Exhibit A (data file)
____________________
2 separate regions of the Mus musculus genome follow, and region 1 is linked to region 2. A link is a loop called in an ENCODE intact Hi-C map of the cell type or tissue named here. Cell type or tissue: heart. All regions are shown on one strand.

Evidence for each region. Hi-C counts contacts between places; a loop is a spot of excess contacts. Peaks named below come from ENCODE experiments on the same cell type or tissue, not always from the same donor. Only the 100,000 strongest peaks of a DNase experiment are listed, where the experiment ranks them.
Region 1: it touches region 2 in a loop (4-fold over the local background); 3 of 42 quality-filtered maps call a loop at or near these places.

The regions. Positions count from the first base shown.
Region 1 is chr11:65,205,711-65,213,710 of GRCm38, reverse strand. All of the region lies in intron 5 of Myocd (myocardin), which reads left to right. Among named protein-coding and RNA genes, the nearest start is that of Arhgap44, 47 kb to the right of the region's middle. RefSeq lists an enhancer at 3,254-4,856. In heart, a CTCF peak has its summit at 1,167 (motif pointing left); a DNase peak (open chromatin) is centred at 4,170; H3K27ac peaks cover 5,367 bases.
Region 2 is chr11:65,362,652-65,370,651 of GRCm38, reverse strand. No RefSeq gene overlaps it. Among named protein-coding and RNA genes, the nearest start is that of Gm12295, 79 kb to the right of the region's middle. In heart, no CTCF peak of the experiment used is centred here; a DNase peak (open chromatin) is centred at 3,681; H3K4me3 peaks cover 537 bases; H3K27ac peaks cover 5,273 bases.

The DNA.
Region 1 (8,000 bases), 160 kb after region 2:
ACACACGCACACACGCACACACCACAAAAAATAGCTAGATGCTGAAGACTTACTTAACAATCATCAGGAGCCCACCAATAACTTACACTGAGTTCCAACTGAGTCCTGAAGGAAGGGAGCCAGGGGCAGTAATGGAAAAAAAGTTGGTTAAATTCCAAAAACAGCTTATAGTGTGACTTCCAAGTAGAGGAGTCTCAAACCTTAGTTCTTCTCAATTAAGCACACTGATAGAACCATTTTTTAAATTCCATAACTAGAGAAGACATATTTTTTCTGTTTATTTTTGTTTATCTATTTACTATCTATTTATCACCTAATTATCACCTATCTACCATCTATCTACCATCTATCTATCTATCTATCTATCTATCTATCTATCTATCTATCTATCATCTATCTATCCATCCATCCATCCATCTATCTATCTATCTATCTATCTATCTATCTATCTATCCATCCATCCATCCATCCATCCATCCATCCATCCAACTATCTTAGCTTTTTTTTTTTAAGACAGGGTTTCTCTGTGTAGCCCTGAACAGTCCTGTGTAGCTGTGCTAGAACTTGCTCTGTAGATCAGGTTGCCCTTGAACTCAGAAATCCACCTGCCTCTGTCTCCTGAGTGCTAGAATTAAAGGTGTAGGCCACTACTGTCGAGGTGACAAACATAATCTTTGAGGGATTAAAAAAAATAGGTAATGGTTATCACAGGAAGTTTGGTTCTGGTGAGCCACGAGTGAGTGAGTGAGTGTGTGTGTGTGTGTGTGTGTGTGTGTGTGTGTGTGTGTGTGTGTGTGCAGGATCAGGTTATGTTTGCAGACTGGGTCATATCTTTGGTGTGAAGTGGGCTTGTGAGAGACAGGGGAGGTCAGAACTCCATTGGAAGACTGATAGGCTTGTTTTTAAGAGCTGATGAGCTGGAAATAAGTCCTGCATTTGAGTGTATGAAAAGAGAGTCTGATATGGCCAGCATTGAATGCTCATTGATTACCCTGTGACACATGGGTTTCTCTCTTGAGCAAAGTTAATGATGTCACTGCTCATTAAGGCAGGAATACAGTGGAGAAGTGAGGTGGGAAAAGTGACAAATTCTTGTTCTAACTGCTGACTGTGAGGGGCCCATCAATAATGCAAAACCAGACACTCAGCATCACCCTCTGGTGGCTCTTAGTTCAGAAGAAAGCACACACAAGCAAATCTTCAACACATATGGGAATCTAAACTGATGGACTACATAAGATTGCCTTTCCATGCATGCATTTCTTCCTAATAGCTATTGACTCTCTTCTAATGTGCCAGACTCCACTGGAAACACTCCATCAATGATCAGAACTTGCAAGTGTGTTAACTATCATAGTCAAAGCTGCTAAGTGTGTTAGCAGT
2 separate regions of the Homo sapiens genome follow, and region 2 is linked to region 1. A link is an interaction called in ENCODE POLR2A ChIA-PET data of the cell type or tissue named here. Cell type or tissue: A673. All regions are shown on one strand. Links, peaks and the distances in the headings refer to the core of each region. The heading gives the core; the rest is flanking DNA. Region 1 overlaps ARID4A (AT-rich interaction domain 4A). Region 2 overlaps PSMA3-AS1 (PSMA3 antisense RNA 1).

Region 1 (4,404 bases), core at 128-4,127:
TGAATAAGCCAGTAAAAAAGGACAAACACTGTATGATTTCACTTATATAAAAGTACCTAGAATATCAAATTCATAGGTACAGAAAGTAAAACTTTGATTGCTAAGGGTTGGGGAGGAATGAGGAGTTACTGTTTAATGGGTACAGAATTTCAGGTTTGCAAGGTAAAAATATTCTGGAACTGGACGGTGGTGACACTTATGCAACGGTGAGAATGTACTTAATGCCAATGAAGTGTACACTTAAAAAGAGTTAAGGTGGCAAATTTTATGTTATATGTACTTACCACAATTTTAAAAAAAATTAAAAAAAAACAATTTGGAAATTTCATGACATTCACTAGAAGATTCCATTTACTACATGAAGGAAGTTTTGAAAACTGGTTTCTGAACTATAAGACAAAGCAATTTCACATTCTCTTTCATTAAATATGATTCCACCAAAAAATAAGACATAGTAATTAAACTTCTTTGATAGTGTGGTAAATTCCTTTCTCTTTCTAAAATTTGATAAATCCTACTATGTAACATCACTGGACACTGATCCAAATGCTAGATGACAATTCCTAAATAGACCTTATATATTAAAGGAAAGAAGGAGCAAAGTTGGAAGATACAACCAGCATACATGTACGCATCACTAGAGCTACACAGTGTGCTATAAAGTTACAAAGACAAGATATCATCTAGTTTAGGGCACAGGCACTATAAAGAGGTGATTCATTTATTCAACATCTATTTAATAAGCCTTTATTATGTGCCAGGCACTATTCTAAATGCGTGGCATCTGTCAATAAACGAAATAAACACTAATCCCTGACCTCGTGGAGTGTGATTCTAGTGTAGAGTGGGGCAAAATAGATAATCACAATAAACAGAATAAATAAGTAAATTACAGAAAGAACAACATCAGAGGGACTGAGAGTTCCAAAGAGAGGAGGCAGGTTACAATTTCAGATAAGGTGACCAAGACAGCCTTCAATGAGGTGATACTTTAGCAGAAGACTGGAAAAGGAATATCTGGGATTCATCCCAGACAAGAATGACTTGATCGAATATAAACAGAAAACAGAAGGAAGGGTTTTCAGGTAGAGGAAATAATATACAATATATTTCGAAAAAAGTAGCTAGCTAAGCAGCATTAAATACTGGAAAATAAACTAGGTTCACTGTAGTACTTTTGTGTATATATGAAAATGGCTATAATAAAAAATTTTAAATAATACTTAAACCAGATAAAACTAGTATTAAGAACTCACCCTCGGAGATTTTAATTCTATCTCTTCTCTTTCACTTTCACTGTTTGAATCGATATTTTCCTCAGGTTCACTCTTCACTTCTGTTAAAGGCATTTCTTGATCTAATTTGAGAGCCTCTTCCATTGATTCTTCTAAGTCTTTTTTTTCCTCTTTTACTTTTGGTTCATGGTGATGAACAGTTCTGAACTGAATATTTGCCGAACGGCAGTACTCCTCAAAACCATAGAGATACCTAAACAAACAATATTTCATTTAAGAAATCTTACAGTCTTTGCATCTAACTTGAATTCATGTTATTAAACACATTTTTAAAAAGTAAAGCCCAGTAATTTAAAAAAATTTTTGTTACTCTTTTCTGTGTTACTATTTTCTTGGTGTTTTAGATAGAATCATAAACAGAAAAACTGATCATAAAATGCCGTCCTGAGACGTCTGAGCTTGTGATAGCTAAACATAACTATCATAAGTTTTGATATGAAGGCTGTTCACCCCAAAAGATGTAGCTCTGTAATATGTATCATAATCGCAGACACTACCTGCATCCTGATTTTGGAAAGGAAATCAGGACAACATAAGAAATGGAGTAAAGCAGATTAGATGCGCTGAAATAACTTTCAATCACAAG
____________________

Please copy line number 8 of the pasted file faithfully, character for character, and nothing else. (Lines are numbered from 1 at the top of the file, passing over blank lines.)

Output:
Region 1 (8,000 bases), 160 kb after region 2: